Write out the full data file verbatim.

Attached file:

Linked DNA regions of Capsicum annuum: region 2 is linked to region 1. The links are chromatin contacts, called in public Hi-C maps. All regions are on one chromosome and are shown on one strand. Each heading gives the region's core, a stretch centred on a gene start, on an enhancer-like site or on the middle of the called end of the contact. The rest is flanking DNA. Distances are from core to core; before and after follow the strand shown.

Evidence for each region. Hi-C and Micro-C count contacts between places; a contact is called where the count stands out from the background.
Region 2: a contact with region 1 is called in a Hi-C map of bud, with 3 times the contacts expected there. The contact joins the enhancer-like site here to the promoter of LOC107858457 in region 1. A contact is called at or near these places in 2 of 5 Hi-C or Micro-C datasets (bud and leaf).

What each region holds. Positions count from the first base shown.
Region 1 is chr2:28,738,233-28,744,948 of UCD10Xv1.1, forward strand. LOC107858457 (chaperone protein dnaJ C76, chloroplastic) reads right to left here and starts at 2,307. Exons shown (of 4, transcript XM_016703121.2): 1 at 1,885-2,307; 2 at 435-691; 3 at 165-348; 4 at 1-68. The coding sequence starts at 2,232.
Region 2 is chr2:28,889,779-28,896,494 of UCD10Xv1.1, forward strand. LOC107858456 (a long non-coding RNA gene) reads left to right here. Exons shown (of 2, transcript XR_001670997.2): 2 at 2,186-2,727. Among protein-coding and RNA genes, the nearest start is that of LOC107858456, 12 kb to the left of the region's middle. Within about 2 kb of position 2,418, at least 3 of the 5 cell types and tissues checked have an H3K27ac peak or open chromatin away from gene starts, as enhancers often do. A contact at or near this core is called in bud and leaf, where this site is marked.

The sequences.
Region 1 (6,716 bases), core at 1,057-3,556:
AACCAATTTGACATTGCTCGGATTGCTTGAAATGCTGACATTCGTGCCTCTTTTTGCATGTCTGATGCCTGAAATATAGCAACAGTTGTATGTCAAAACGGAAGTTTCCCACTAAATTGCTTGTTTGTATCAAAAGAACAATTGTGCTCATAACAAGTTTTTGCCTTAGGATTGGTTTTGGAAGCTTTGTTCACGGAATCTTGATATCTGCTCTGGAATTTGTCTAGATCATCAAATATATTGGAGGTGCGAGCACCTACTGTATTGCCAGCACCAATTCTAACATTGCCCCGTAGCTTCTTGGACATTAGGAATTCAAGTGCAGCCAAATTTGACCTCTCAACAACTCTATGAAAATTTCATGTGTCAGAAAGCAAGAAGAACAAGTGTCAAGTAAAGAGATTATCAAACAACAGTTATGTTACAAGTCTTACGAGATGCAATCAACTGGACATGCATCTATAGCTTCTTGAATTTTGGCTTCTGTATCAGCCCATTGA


Linked DNA regions of Capsicum annuum: region 2 is linked to region 1. The links are chromatin contacts, called in public Hi-C maps. All regions are on one chromosome and are shown on one strand. Each heading gives the region's core, a stretch centred on a gene start, on an enhancer-like site or on the middle of the called end of the contact. The rest is flanking DNA. Distances are from core to core; before and after follow the strand shown.

Evidence for each region. Hi-C and Micro-C count contacts between places; a contact is called where the count stands out from the background.
Region 2: a contact with region 1 is called in a Hi-C map of bud, with 3 times the contacts expected there. The contact joins the enhancer-like site here to the promoter of LOC107858457 in region 1. A contact is called at or near these places in 2 of 5 Hi-C or Micro-C datasets (bud and leaf).

What each region holds. Positions count from the first base shown.
Region 1 is chr2:28,738,233-28,744,948 of UCD10Xv1.1, forward strand. LOC107858457 (chaperone protein dnaJ C76, chloroplastic) reads right to left here and starts at 2,307. Exons shown (of 4, transcript XM_016703121.2): 1 at 1,885-2,307; 2 at 435-691; 3 at 165-348; 4 at 1-68. The coding sequence starts at 2,232.
Region 2 is chr2:28,889,779-28,896,494 of UCD10Xv1.1, forward strand. LOC107858456 (a long non-coding RNA gene) reads left to right here. Exons shown (of 2, transcript XR_001670997.2): 2 at 2,186-2,727. Among protein-coding and RNA genes, the nearest start is that of LOC107858456, 12 kb to the left of the region's middle. Within about 2 kb of position 2,418, at least 3 of the 5 cell types and tissues checked have an H3K27ac peak or open chromatin away from gene starts, as enhancers often do. A contact at or near this core is called in bud and leaf, where this site is marked.

The sequences.
Region 1 (6,716 bases), core at 1,057-3,556:
AACCAATTTGACATTGCTCGGATTGCTTGAAATGCTGACATTCGTGCCTCTTTTTGCATGTCTGATGCCTGAAATATAGCAACAGTTGTATGTCAAAACGGAAGTTTCCCACTAAATTGCTTGTTTGTATCAAAAGAACAATTGTGCTCATAACAAGTTTTTGCCTTAGGATTGGTTTTGGAAGCTTTGTTCACGGAATCTTGATATCTGCTCTGGAATTTGTCTAGATCATCAAATATATTGGAGGTGCGAGCACCTACTGTATTGCCAGCACCAATTCTAACATTGCCCCGTAGCTTCTTGGACATTAGGAATTCAAGTGCAGCCAAATTTGACCTCTCAACAACTCTATGAAAATTTCATGTGTCAGAAAGCAAGAAGAACAAGTGTCAAGTAAAGAGATTATCAAACAACAGTTATGTTACAAGTCTTACGAGATGCAATCAACTGGACATGCATCTATAGCTTCTTGAATTTTGGCTTCTGTATCAGCCCATTGA